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Aberdeen University discusses banning animals from campus

Reindeer, which have previously been a part of Aberdeen University's freshers week, could be banned.
Reindeer, which have previously been a part of Aberdeen University's freshers week, could be banned.

Animals could be banned from Aberdeen University’s campus buildings under a controversial new policy being debated by its committees.

The proposals would impact upon all non-service animals – recognised support animals such as Guide Dogs would be exempt – preventing them from being brought into teaching and public areas.

The university has played host to a number of animal visits in recent years, with a display of reindeer and owls taking place at the union’s Refreshers Fare in 2016.

On a more regular basis, students use pets as support animals to combat anxiety and other conditions.

Should the policy pass, Aberdeen University would be following in the footsteps of Stirling University, which banned dogs in all buildings from January 1 this year in a bid to secure the safety and well-being of both students and staff.

It said animals could pose “particular risks in the working environment”, from allergic reactions to bites and scratches.

Aberdeen University’s draft policy is being considered by its various committees and has been brought to the attention of the University and College Union (UCU) for their opinion.

It is likely that it will be a significant amount of time before a final decision is made.

A UCU spokeswoman said: “The draft policy was initiated by the university and has been under discussion and negotiation between the university and the recognised trade unions – as is normal practice for policies relating to staff.

“Having reached this stage in the discussions we put the draft policy out to our membership for feedback and this is currently being collated and considered.”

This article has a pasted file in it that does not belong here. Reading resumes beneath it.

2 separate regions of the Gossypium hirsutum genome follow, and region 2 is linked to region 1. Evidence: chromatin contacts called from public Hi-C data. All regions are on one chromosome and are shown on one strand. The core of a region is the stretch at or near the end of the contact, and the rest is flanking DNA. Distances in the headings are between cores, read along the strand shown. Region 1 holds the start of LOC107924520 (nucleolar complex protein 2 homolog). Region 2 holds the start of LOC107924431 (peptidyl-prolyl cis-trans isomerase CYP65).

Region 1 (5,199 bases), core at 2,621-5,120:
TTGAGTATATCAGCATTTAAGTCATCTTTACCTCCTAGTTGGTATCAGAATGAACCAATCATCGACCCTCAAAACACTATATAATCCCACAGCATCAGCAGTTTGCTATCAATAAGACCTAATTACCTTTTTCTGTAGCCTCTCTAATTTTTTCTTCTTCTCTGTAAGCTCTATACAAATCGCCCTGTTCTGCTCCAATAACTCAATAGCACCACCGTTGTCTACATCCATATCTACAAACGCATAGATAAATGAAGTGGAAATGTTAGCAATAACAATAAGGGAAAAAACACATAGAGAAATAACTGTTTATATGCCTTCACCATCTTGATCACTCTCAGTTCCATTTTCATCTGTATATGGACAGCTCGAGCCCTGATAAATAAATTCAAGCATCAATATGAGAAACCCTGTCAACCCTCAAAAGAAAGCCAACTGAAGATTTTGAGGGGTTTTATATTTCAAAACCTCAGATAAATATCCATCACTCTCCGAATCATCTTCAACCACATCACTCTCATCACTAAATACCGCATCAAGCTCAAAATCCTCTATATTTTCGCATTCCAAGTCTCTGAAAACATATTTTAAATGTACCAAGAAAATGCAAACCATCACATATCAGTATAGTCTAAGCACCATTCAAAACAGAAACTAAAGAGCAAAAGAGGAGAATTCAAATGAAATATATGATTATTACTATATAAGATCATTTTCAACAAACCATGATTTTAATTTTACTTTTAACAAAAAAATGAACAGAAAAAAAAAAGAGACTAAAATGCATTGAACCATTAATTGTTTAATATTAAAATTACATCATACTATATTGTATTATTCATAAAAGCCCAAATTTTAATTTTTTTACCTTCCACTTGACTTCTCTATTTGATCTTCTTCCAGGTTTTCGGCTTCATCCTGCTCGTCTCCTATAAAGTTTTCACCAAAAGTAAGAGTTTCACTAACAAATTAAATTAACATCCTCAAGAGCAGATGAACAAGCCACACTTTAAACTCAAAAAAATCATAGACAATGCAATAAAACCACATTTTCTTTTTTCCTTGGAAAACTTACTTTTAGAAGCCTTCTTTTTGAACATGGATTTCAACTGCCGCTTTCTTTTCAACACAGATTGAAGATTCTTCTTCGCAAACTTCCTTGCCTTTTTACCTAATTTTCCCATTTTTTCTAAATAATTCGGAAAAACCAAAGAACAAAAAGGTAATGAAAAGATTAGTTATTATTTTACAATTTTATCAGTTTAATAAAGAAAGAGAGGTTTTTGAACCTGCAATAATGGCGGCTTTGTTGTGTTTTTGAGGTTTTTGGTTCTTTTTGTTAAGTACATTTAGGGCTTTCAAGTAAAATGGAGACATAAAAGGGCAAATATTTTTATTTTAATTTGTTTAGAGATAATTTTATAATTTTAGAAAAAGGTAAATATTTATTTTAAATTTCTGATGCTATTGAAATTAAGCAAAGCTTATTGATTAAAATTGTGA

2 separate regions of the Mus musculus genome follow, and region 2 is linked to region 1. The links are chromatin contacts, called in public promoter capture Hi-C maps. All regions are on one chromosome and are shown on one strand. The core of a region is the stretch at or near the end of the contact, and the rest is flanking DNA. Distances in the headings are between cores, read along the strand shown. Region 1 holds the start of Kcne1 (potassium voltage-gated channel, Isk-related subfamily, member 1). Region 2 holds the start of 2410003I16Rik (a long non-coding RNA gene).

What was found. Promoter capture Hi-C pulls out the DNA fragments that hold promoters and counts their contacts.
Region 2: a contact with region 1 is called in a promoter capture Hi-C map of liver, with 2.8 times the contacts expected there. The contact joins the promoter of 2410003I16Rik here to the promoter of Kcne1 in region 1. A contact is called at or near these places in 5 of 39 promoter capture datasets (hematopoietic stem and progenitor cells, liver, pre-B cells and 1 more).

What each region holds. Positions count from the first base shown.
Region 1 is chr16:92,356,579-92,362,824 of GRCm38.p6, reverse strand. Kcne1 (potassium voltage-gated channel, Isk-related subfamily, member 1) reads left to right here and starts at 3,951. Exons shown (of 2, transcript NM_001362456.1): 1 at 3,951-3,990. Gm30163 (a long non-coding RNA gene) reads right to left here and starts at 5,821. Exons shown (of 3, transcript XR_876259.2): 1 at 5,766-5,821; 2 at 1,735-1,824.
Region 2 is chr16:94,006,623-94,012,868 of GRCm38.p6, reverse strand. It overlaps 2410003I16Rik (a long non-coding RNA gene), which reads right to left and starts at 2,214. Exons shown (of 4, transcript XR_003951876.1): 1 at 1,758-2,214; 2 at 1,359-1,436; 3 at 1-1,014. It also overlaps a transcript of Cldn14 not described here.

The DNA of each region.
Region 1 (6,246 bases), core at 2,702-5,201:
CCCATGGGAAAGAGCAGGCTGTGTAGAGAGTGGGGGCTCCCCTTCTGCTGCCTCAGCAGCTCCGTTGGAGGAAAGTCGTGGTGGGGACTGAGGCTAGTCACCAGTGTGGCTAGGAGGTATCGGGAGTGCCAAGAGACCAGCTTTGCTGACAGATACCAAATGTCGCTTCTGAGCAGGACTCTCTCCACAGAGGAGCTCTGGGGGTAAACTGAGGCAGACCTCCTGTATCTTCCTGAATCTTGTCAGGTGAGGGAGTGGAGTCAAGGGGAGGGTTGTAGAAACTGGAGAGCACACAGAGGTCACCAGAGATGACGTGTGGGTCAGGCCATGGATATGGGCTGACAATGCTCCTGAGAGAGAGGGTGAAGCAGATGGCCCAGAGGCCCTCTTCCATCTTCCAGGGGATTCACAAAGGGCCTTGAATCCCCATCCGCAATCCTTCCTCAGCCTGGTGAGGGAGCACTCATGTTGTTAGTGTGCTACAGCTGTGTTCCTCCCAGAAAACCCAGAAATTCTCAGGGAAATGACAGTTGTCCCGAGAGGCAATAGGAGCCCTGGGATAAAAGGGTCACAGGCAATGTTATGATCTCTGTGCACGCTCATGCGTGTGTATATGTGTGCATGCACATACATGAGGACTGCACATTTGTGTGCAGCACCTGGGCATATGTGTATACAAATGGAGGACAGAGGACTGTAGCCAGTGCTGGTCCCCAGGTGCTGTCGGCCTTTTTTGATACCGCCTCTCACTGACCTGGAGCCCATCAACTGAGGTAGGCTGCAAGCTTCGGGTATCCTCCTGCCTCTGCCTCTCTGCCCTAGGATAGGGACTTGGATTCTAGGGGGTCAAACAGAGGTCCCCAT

Staff are said to be divided on the issue, with merits on both side of the argument being recognised.

Timothy Baker, who researches interspecies companionship at Aberdeen University, is among those who has written to the UCU to voice his views.

He said: “I have heard of one case of allergies, and there may be more, but to my knowledge, there is not currently a widespread problem.

“On the contrary, the mental wellbeing of staff and students has overwhelmingly been improved by dogs – and other companion animals – on campus.

“Animals on campus promote a sense of community.

“I have often encouraged students to bring their animals to class. This is carefully monitored. All students need to agree and of course care needs to be taken if there’s anyone with allergies or a phobia. I also make sure the animals don’t run amuck.”

Mr Baker argues that students can learn better with dogs in the classroom and that the presence of companion species can lead to better attention and engagement with the material.

He said: “I believe that allowing companion animals on campus promotes both staff and student wellbeing and mental health and that it makes the university a better place to work.

“As the proposed prohibition is an answer to a problem that does not exist, I strongly oppose it.”

An Aberdeen University spokesman said: “A draft policy with regard to pets being taken into University buildings is currently being considered by the relevant committees.

“It would be inappropriate to comment further whilst these processes are ongoing.”

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